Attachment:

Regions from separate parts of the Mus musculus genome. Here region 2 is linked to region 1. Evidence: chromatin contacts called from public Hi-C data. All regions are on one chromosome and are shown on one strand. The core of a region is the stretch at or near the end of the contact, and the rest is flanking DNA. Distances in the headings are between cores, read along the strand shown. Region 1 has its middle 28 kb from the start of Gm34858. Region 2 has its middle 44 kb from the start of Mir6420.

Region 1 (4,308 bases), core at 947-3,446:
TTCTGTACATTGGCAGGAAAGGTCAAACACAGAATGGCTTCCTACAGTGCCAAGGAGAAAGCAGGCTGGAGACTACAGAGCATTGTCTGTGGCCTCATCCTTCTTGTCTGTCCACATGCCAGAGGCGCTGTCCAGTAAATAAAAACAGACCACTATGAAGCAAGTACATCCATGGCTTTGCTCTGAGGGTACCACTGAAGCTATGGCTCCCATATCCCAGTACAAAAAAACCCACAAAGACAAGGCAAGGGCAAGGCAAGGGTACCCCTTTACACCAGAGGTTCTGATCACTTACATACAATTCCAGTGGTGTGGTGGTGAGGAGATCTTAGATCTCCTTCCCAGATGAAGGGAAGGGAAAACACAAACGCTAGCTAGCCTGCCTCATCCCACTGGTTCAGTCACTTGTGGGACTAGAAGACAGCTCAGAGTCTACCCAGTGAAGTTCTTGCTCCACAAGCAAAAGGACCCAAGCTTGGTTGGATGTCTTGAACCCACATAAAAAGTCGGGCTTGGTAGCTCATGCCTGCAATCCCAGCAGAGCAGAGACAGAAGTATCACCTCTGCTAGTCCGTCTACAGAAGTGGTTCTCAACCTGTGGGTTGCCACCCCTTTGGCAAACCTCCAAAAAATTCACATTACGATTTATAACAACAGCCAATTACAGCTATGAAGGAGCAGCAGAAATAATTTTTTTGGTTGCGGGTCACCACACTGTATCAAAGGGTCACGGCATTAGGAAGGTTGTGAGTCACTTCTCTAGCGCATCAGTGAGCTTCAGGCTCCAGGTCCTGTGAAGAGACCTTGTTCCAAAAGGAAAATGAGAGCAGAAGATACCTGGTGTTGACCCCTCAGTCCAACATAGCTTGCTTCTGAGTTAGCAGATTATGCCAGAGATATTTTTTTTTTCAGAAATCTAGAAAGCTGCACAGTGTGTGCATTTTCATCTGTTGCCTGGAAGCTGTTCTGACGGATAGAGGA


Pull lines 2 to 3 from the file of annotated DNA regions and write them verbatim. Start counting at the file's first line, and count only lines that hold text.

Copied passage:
Region 1 (4,308 bases), core at 947-3,446:
TTCTGTACATTGGCAGGAAAGGTCAAACACAGAATGGCTTCCTACAGTGCCAAGGAGAAAGCAGGCTGGAGACTACAGAGCATTGTCTGTGGCCTCATCCTTCTTGTCTGTCCACATGCCAGAGGCGCTGTCCAGTAAATAAAAACAGACCACTATGAAGCAAGTACATCCATGGCTTTGCTCTGAGGGTACCACTGAAGCTATGGCTCCCATATCCCAGTACAAAAAAACCCACAAAGACAAGGCAAGGGCAAGGCAAGGGTACCCCTTTACACCAGAGGTTCTGATCACTTACATACAATTCCAGTGGTGTGGTGGTGAGGAGATCTTAGATCTCCTTCCCAGATGAAGGGAAGGGAAAACACAAACGCTAGCTAGCCTGCCTCATCCCACTGGTTCAGTCACTTGTGGGACTAGAAGACAGCTCAGAGTCTACCCAGTGAAGTTCTTGCTCCACAAGCAAAAGGACCCAAGCTTGGTTGGATGTCTTGAACCCACATAAAAAGTCGGGCTTGGTAGCTCATGCCTGCAATCCCAGCAGAGCAGAGACAGAAGTATCACCTCTGCTAGTCCGTCTACAGAAGTGGTTCTCAACCTGTGGGTTGCCACCCCTTTGGCAAACCTCCAAAAAATTCACATTACGATTTATAACAACAGCCAATTACAGCTATGAAGGAGCAGCAGAAATAATTTTTTTGGTTGCGGGTCACCACACTGTATCAAAGGGTCACGGCATTAGGAAGGTTGTGAGTCACTTCTCTAGCGCATCAGTGAGCTTCAGGCTCCAGGTCCTGTGAAGAGACCTTGTTCCAAAAGGAAAATGAGAGCAGAAGATACCTGGTGTTGACCCCTCAGTCCAACATAGCTTGCTTCTGAGTTAGCAGATTATGCCAGAGATATTTTTTTTTTCAGAAATCTAGAAAGCTGCACAGTGTGTGCATTTTCATCTGTTGCCTGGAAGCTGTTCTGACGGATAGAGGA